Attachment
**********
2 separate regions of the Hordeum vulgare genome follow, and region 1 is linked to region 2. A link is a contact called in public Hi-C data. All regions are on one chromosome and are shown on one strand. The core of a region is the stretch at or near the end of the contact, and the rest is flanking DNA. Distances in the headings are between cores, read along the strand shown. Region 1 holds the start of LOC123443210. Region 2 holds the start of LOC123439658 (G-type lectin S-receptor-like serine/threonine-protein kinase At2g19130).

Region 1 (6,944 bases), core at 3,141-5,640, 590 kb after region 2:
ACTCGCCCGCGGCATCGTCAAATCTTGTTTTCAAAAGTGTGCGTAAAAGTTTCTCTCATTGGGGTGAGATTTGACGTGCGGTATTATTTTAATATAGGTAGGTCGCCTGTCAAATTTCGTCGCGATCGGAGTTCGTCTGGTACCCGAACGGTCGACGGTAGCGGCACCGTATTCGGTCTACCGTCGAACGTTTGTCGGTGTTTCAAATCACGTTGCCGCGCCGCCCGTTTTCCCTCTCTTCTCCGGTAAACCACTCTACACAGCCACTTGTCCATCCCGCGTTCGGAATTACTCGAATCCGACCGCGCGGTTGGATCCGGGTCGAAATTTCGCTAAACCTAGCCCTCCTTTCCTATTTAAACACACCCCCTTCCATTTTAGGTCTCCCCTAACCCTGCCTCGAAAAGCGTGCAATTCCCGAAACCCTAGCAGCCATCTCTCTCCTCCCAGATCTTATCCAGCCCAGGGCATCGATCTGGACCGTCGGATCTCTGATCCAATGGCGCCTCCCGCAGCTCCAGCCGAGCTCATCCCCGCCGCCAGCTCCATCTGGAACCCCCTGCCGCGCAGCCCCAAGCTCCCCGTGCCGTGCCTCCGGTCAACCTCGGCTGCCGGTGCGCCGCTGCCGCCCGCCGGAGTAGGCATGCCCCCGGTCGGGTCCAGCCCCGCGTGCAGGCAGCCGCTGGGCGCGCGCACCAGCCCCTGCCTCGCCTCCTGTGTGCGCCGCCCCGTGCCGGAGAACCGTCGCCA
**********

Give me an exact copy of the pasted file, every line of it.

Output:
2 separate regions of the Hordeum vulgare genome follow, and region 1 is linked to region 2. A link is a contact called in public Hi-C data. All regions are on one chromosome and are shown on one strand. The core of a region is the stretch at or near the end of the contact, and the rest is flanking DNA. Distances in the headings are between cores, read along the strand shown. Region 1 holds the start of LOC123443210. Region 2 holds the start of LOC123439658 (G-type lectin S-receptor-like serine/threonine-protein kinase At2g19130).

Region 1 (6,944 bases), core at 3,141-5,640, 590 kb after region 2:
ACTCGCCCGCGGCATCGTCAAATCTTGTTTTCAAAAGTGTGCGTAAAAGTTTCTCTCATTGGGGTGAGATTTGACGTGCGGTATTATTTTAATATAGGTAGGTCGCCTGTCAAATTTCGTCGCGATCGGAGTTCGTCTGGTACCCGAACGGTCGACGGTAGCGGCACCGTATTCGGTCTACCGTCGAACGTTTGTCGGTGTTTCAAATCACGTTGCCGCGCCGCCCGTTTTCCCTCTCTTCTCCGGTAAACCACTCTACACAGCCACTTGTCCATCCCGCGTTCGGAATTACTCGAATCCGACCGCGCGGTTGGATCCGGGTCGAAATTTCGCTAAACCTAGCCCTCCTTTCCTATTTAAACACACCCCCTTCCATTTTAGGTCTCCCCTAACCCTGCCTCGAAAAGCGTGCAATTCCCGAAACCCTAGCAGCCATCTCTCTCCTCCCAGATCTTATCCAGCCCAGGGCATCGATCTGGACCGTCGGATCTCTGATCCAATGGCGCCTCCCGCAGCTCCAGCCGAGCTCATCCCCGCCGCCAGCTCCATCTGGAACCCCCTGCCGCGCAGCCCCAAGCTCCCCGTGCCGTGCCTCCGGTCAACCTCGGCTGCCGGTGCGCCGCTGCCGCCCGCCGGAGTAGGCATGCCCCCGGTCGGGTCCAGCCCCGCGTGCAGGCAGCCGCTGGGCGCGCGCACCAGCCCCTGCCTCGCCTCCTGTGTGCGCCGCCCCGTGCCGGAGAACCGTCGCCA